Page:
In the wake of the fall-out of former contractor Edward Snowden’s leaks of highly confidential information, the government recently implemented new requirements for private businesses hoping to obtain federal contracts. These requirements, which are known as Conforming Change 2 of the National Industrial Security Program Operating Manual (NISPOM), include a series of measures aimed at establishing an Insider Threat Program (ITP) based on frequent self-inspection and training.
Companies today are feeling increasingly vulnerable to the threat that negligent or malicious insiders may pose to their information security. According to a recent article in the New York Times, the tech firm Haystax found in a survey that 74% of organizations feel vulnerable to insider threats and only 42% feel they have the proper oversight to prevent an insider attack. These threats are compounded by the increasing use of third-party contractors; and providing these contractors with access to important company information, but not subjecting them to the same degree of control faced by internal employees. The new amendments to NISPOM are meant to ensure that individuals employed directly by the federal government, as well as those who are temporarily contracted for government work, are aware of how to identify an internal threat in their organization and understand the consequences associated with breaching security.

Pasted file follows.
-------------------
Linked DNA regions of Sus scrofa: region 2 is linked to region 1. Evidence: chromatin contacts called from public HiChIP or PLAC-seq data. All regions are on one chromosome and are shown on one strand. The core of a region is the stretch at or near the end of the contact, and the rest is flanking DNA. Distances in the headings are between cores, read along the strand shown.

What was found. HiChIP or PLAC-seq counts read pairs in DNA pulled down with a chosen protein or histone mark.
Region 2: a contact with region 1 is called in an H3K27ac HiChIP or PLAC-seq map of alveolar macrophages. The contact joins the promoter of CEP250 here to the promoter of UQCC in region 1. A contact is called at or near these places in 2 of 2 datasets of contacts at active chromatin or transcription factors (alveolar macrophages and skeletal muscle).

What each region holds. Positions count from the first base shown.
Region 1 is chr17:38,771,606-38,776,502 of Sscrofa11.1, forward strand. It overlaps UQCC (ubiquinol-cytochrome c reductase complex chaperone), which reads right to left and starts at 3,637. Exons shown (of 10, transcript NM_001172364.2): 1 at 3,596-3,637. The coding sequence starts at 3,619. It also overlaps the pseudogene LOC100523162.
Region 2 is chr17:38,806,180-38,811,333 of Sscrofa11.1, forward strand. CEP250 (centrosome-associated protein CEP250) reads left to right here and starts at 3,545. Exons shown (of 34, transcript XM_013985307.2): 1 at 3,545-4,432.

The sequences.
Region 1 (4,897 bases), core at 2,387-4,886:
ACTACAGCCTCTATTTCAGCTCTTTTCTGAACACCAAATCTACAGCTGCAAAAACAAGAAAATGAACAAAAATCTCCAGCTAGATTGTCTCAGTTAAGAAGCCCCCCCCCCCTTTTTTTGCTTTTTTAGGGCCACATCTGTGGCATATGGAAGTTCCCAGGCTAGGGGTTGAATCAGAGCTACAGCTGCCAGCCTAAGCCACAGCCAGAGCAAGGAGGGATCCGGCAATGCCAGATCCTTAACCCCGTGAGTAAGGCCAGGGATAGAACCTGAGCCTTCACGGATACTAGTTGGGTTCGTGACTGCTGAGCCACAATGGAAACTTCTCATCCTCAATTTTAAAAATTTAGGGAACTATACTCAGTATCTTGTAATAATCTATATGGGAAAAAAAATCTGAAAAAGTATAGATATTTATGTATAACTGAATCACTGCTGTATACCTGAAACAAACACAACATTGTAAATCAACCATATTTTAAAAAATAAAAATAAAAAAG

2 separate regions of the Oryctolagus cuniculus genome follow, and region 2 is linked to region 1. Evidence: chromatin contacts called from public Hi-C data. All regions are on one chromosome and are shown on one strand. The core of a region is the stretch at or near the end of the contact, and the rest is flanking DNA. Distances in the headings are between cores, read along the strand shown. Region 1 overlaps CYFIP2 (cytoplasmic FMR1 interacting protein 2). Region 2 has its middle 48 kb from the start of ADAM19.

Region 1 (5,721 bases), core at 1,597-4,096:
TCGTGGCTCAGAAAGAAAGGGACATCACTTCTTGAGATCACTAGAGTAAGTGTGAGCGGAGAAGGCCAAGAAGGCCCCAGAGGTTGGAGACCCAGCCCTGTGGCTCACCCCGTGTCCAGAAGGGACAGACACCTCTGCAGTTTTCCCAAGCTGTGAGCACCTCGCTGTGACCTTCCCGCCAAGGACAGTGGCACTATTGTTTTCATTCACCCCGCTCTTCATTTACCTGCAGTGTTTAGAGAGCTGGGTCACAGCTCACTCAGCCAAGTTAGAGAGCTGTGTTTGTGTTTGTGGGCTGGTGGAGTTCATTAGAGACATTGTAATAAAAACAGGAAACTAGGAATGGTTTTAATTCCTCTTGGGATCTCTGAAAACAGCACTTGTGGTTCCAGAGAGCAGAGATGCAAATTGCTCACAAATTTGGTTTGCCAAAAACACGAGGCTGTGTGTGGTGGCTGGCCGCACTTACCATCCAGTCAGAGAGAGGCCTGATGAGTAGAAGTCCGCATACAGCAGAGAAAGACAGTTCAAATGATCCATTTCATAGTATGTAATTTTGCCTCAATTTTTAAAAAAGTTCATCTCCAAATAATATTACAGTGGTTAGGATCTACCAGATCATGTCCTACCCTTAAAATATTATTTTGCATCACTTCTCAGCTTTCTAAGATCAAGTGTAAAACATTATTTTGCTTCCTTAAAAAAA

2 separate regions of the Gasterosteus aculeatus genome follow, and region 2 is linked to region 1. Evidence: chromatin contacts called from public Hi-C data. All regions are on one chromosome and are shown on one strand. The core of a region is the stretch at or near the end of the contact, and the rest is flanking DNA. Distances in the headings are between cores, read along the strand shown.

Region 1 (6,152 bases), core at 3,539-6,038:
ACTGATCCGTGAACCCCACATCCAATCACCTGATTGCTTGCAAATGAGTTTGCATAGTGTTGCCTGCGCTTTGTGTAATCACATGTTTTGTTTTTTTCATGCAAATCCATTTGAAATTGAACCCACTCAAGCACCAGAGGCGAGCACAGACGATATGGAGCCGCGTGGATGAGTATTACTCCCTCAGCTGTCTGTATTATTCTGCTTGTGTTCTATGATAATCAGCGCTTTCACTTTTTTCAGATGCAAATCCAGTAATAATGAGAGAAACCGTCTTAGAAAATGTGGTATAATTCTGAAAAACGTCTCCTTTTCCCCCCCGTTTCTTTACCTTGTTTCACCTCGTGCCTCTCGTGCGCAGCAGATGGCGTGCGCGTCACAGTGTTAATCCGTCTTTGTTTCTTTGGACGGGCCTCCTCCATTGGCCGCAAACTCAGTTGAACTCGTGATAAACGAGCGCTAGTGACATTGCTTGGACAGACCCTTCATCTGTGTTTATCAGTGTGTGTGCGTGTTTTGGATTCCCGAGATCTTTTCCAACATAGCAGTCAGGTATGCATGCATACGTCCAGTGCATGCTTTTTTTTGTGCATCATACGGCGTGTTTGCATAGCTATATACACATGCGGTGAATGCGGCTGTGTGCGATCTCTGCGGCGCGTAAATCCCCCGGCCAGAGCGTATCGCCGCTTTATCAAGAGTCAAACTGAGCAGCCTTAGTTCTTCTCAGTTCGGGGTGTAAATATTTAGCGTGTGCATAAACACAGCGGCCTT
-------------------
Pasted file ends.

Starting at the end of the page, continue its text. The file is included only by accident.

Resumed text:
According to a report by Philadelphia-based law firm, Blank Rome LLP, NISPOM Change 2 specifies training for general company personnel who will handle classified information as well as specialized training for employees designated with implementing wider ITP measures. The general training for employees includes identification of the current and potential threat environment, procedures for detecting and reporting, and consequences for stealing secure information.
Training for ITP personnel is more rigorous than that of general cleared personnel, and incorporates content on legal issues surrounding security and counterintelligence, as well as civil liberties. Both of the prescribed training programs must be completed by a certain time and trained employees must take an assessment after they complete the training to measure retention. These training programs raise awareness on how contractors can identify possible risks within their organization to avoid malicious activity that may compromise classified information.
Beyond insider threat training, NISPOM Change 2 also compels contractors to implement other elements of an Insider Threat Program. Companies are required to assign an individual to act as an “Insider Threat Program Senior Official” (“ITPSO”), and take the lead on all matters related to implementing an ITP. Contracting companies are also expected to conduct annual self-inspections of their ITP and report any potential or actual insider threats to the Defense Security Service (DSS).
Apart from requirements regarding the establishment of an ITP, NISPOM Change 2 adjusted the reporting requirements for defense contractors that experience “cyber incidents.”
The emergence of NISPOM Change 2 is significant for any company that is currently contracted with the federal government or plans to do business with the federal government in the future. These amendments demonstrate a change in how the government views information security threats, as well as more generally how threats are being identified in new places. Organizations should take note of the potential dangers posed by insider threats ─ especially threats originating from third-party organizations ─ and implement programs aimed at identifying and mitigating these risks.